What I find worrying is the disturbance of the original internet protocol technology that now allows autonomous nations to warp their own internet connectivity, and thus deciding on how and when to distribute ‘freedom’ of information and communication. This is what China and Russia are doing (and then some). They have technically made it possible to isolate their citizens’ access to the global web when they see fit, i.e. during cyber attacks or mass internal demonstrations where communication between the demonstrators is paramount to their freedom of cause. This essentially goes against my original understanding of the world wide web. Is it just me, or is the internet getting confused about it’s original promise? Internet freedom seems to be generally in decline (newatlas.com/computers/social-media-surveillance-2019-global-internet-freedom-reduction).
Consider what Influence you have on Trackers and Cookies
I’m not saying all Trackers and Cookies are detrimental to your online activity. Many are created by progressive innovators and organisations, who on the day, want to make your surfing and user experience more effective, and even possibly wanting to protect your privacy. It’s just that it takes some degree of surveillance to do this; some of it is camouflaged, some of it requires consent due to laws like General Data Protection Regulations by the EU (GDPR). I catch myself forgetting how important it is to take responsibility in protecting and owning my digital privacy: Digital hygiene should always be in our common interest. Why have we given up our privacy and simply accepted the growing commercialization and tracking of our internet usage?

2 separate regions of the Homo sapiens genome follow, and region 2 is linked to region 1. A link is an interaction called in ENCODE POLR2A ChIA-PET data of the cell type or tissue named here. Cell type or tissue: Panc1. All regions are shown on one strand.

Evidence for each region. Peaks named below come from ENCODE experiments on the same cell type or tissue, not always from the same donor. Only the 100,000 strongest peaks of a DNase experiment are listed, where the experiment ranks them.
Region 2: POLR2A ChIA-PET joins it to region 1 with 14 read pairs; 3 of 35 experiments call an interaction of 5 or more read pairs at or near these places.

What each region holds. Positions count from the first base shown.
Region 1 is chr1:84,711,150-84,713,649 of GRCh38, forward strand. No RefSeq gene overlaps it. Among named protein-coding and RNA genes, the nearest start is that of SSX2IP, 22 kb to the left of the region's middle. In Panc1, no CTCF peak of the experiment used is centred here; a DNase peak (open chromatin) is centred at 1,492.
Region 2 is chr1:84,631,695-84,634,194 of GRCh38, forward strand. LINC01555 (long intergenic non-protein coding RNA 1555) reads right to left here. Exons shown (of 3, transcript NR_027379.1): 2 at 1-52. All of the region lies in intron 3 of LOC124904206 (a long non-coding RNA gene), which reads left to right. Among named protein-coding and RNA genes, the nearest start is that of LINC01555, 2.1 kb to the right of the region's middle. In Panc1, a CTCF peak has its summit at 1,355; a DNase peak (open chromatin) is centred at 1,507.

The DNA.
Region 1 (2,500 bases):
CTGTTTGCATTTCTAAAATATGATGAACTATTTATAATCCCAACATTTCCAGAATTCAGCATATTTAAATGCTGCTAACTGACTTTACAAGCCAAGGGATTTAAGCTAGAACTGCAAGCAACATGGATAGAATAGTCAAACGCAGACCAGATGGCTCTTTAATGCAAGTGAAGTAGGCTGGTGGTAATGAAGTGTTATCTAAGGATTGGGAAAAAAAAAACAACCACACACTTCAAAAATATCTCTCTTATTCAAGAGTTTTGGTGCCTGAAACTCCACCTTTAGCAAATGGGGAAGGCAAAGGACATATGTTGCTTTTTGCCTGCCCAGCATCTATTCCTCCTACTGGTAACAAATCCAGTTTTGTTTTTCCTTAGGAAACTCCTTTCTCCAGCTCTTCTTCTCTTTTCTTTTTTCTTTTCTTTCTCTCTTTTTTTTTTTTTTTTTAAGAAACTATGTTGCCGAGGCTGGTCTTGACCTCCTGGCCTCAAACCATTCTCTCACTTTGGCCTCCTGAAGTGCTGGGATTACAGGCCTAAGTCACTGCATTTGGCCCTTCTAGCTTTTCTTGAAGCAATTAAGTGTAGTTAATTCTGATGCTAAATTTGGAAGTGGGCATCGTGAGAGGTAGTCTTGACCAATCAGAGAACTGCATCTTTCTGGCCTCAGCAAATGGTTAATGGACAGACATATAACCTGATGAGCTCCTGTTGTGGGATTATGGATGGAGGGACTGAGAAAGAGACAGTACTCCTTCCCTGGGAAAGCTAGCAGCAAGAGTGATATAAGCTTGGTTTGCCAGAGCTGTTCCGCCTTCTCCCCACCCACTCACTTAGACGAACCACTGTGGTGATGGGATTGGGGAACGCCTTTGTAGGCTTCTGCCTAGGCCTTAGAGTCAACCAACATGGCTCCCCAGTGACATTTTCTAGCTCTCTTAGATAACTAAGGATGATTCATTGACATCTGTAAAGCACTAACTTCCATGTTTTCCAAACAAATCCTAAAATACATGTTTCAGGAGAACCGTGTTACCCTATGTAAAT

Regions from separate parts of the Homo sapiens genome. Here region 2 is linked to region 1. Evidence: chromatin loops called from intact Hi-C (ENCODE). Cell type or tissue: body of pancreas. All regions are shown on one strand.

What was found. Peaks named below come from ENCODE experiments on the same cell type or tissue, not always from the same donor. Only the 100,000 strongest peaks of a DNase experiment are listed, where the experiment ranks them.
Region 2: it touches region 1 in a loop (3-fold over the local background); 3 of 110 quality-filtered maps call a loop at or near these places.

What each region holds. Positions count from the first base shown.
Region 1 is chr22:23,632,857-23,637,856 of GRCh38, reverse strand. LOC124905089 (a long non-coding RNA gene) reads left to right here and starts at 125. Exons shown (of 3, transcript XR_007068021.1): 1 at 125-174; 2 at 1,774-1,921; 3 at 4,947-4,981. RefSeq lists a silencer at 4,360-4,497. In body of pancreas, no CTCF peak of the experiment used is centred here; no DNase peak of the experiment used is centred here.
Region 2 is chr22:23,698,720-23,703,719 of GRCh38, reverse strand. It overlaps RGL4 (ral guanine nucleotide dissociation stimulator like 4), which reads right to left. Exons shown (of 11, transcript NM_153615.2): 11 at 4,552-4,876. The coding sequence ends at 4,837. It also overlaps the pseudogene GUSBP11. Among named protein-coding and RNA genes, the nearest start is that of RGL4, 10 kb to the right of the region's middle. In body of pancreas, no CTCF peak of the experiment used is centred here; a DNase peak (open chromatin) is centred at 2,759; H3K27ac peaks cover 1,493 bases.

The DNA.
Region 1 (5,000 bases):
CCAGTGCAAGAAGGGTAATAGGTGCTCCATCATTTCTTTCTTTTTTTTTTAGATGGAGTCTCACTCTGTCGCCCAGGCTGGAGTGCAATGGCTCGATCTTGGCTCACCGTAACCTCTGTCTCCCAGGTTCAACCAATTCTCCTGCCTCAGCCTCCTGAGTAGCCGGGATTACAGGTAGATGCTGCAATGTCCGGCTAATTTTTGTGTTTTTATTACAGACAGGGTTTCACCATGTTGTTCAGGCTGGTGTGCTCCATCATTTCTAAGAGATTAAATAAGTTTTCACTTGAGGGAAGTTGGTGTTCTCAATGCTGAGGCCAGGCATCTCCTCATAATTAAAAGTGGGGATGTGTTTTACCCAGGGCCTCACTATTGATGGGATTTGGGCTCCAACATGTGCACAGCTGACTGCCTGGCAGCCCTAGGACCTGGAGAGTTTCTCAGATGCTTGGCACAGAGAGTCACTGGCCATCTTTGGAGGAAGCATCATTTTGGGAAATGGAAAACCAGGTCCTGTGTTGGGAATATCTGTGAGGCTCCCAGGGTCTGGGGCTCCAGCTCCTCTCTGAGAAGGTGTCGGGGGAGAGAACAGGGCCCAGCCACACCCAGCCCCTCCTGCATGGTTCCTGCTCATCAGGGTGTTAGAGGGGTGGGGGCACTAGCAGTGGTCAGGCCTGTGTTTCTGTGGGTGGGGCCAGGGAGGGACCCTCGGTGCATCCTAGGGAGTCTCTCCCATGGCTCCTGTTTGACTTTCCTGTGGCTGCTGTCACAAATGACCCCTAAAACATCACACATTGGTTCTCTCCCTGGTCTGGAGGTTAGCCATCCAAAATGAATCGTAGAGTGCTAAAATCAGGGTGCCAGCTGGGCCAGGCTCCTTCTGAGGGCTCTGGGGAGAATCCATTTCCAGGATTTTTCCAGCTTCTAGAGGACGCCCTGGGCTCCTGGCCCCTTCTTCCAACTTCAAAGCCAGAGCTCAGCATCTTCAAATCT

There is also an important security element connected to our digital footprint. Most of us have heard of, or been subjected to cyber criminality like phishing, ransomware (try searching the name Evil Corp), digital stalking, identity theft, malware, spam, hacking, money laundering, terrorist intelligence gathering etc. There is a legitimate need for surveillance, which I personally accept, but I’m also very aware of the necessity to protect my digital hygiene, including how and when I am tracked. As a kid, I thought George Orwell’s book 1984 was old-school fiction. How crazy is it that we are actually moving into that type of scenario today, but now it’s metamorphosed into a digital format?
How the Internet is Gradually Being Designed to Confuse You
Do you understand the language and your rights presented to you personally in the Terms & Conditions of the digital portal you have just accessed? I’m guessing even lawyers have to reread and rethink what they are looking at. Essentially, T&C’s are too long and seem to be purposely made to confuse the average user. Seriously, this is a job well done aimed to make you give up.